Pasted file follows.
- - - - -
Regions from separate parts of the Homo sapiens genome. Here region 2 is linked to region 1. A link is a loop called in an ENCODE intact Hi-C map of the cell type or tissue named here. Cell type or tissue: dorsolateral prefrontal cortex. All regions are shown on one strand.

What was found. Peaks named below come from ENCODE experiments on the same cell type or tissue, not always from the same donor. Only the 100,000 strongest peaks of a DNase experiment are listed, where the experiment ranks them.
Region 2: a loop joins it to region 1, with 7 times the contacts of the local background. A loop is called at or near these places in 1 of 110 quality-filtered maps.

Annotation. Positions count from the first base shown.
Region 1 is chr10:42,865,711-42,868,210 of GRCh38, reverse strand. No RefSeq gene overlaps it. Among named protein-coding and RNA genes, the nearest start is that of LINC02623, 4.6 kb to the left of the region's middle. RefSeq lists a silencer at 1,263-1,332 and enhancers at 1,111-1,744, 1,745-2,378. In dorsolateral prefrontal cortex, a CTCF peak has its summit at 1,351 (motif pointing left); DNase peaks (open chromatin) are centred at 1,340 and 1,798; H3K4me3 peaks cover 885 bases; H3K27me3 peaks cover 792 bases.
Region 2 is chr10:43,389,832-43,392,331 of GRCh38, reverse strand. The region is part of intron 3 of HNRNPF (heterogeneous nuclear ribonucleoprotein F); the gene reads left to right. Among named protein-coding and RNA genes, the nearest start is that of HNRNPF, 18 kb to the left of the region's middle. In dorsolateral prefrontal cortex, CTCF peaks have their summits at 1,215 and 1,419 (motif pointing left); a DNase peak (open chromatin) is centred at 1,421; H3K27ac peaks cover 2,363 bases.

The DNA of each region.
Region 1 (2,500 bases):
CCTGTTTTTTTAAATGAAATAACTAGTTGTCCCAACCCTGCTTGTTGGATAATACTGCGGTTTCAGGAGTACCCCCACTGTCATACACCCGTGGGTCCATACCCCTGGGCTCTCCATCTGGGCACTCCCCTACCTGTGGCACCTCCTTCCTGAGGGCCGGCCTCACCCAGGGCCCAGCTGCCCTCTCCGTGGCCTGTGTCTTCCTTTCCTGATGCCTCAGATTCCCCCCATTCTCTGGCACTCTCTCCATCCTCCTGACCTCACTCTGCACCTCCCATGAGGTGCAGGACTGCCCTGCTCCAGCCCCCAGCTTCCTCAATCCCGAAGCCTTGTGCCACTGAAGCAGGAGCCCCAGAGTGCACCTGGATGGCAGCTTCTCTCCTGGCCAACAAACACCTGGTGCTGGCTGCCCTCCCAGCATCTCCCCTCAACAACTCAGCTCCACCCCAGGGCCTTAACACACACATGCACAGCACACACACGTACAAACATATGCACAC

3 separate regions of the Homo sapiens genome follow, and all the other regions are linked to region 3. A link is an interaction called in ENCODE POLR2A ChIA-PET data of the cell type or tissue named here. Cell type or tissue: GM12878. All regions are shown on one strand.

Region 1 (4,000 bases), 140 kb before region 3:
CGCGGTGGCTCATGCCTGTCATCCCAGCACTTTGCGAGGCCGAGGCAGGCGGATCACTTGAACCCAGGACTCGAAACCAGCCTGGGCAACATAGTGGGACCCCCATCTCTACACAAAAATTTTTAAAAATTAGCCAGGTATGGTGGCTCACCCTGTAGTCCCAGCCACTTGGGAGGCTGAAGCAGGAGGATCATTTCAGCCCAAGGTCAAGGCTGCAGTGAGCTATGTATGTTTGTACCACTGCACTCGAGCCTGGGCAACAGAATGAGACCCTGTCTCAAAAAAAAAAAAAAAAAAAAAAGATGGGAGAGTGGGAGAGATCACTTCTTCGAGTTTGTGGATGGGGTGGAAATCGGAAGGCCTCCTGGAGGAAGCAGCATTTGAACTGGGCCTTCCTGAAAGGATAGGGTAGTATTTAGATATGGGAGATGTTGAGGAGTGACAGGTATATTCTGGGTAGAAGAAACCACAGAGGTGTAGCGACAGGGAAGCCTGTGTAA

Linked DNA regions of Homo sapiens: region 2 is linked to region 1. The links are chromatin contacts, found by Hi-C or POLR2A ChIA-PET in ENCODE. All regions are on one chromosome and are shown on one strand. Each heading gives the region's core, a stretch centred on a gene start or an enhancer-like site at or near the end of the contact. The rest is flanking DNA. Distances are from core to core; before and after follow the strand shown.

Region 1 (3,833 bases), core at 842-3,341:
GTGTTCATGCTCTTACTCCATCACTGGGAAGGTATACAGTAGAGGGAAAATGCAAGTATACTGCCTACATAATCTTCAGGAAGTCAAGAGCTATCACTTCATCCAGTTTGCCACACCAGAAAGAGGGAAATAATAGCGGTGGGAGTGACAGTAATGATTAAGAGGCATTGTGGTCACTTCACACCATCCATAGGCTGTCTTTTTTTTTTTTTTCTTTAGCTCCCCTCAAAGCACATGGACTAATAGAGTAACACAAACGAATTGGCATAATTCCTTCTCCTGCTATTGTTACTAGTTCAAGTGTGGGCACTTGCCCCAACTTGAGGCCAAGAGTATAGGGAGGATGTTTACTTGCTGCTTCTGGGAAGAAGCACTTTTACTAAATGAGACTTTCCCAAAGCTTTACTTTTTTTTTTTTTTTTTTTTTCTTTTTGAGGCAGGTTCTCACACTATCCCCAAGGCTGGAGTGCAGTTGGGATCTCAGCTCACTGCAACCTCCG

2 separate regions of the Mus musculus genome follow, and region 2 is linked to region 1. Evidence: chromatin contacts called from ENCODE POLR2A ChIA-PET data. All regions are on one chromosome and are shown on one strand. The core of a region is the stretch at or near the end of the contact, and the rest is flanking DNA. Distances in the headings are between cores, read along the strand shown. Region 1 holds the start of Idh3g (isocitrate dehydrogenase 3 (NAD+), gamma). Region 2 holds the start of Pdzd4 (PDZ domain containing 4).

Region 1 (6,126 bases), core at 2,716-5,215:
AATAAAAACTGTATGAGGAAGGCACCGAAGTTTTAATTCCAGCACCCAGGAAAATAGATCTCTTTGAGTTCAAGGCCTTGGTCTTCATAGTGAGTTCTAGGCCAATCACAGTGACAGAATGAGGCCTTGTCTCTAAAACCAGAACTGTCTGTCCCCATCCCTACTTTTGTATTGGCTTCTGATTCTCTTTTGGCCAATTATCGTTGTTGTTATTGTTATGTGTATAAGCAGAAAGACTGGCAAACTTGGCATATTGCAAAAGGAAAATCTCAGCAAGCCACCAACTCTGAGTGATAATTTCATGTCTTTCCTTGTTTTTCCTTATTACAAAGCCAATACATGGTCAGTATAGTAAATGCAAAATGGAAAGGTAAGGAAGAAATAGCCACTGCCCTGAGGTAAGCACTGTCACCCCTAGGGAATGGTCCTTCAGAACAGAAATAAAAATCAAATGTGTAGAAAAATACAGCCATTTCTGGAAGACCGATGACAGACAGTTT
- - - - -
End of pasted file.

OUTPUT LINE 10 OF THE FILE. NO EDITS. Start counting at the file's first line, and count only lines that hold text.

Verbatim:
3 separate regions of the Homo sapiens genome follow, and all the other regions are linked to region 3. A link is an interaction called in ENCODE POLR2A ChIA-PET data of the cell type or tissue named here. Cell type or tissue: GM12878. All regions are shown on one strand.